Synovial Chondromatosis

Classification of Loose Bodies

Loose bodies can be of 3 types depending on its etiology:
  • loose bodies due to Synovial Chondromatosis
  • loose bodies due to Osteochondral fracture
  • loose bodies due to joint surface disintegration

    • Three different types of cartilage can be identified in the nidus of a loose body–
      a) articular,
      b) osteophytic, &
      c) lobular.

      Three mechanisms for the generation of loose bodies in cases of degenerative arthritis or avascular necrosis are:
      1. fragmentation of the joint surface
      2. fractured osteophytes
      3. osteochondral nodule proliferation in the pararticular soft tissues

      4. For more details please read this article:
        The classification of loose bodies in human joints
        by Milgram JW.

        Synovial Chondromatosis

        -A proliferative disease of the synovium resulting from cartlaginous/osteocartilaginous metaplasia in the synovium of joints, bursae or tendon sheath.
        -multiple cartilaginous nodules develop & grow in the synovium of a joint
        -results in multiple intra-articular loose bodies.

        -30-50 years
        : = 2:1
        -knee, the most common site


        • SITE
          -Knee, elbow, ankle, hip & shoulder (in that order of frequency)
          -usually monoarticular but may affect both knee
        • Macroscopic features
          -hundreds of spheroid nodules protruding into the joint cavity
          -formation of rice-bodies/joint mice
          Snow storm appearance on arthroscopy
        • Microscopic features
          -hyaline cartilage formation at stratum synoviale at the synovial reflection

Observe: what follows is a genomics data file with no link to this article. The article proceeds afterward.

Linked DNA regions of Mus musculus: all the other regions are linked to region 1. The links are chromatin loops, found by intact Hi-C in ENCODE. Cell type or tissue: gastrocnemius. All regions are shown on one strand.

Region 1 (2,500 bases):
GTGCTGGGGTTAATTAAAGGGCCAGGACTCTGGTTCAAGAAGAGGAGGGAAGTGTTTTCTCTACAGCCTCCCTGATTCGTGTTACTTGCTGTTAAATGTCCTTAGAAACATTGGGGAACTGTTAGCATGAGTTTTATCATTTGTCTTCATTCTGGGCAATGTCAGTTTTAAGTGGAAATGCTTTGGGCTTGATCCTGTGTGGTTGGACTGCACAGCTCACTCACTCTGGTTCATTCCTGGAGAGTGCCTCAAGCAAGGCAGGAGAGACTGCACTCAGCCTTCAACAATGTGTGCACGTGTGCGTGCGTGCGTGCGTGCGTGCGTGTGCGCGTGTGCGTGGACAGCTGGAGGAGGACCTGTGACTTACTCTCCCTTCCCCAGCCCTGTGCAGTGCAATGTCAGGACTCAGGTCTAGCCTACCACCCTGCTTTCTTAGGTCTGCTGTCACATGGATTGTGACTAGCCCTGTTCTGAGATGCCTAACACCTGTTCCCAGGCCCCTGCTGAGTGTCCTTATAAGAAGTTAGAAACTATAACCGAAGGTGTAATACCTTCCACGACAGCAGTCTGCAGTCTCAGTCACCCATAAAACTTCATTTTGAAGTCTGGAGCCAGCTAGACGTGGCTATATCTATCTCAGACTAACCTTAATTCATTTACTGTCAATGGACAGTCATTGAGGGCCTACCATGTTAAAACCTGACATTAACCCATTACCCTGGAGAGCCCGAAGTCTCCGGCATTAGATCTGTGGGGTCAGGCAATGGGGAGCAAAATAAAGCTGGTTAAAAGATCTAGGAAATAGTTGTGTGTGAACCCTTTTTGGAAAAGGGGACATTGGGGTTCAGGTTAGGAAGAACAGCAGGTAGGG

-Chondroid masses appearance at the tips of synovial villi
          -surrounding cells altered to resemble chondroblast
          -Cartilage mass grows to form spheroid body with villous process as its pedicle.
          -spheroid body detaches & falls free into joint space
          -Chondroblast continue to proliferate & form spheroid cartilage
          -Chondroblast metaplsia into Osteoblast forming nidus of bone surrounded by cartilage
          -Joint-distended with uniform glistening white bodies
          -repeated trauma to articular surface causing multiple erosions & subsequently osteoarthritis

        Clinical features

        • Symptoms:
          -usually mild & slow progression of the symptoms
          -Pain, dull aching type
          -Transient locking episodes
        • Signs(Physical Examination):
          -generalized joint tenderness
          -warmth, erythema
          -decreased ROM (range of motion)
          -thickened synovial membrane
          -marked audible & palpable crepitus
          -loose bodies may be felt.

        Imaging evaluation

        1. Radiograph/Plain x-ray:
          -AP & Lateral views of the joint——— variable finding(s)
          -stippled calcification
          -multiple loose bodies (if calcified), number is always more than what can be seen in the X-ray.
        2. MRI:
          -best to see initial chondromatous(cartilage) nodules (Lobular appearance)
          -when calcified, signal drop-out consistent with calcification
        3. Double contrast/air Arthrography: can be used for all cartilaginous lesion(s).

        -individual hyaline cartilage nodules (various stages of calcification & ossification)
        -Chondrocyte showing mild atypia, binucleate cells & occasional mitoses
        Differential diagnosis
        -Rheumatoid arthritis: fragments of articular cartilage detach & augment into synovium or goes free in the joint.
        -Osteoarthritis: many osteophytes may detach into the joint.


        1. Conservative/Non-operative:
          -Obsevation if movement of the joint is not affected.
        2. Operative/Surgical:
          Synovectomy (open vs arthroscopic) plus loose bodies resection, indicated in cases with severe symptoms affecting the joint movement.
          -early intervention prevents the degenerative joint changes.
          Total synovectomy with excision of all communicating bursae
          -In case of knee joint, the damaged menisci may need removal
          -If the degenerative changes have already developed, the patient should warn about residual symptoms.

        -chances of Recurrence is there
        -Malignant transformation (very rare)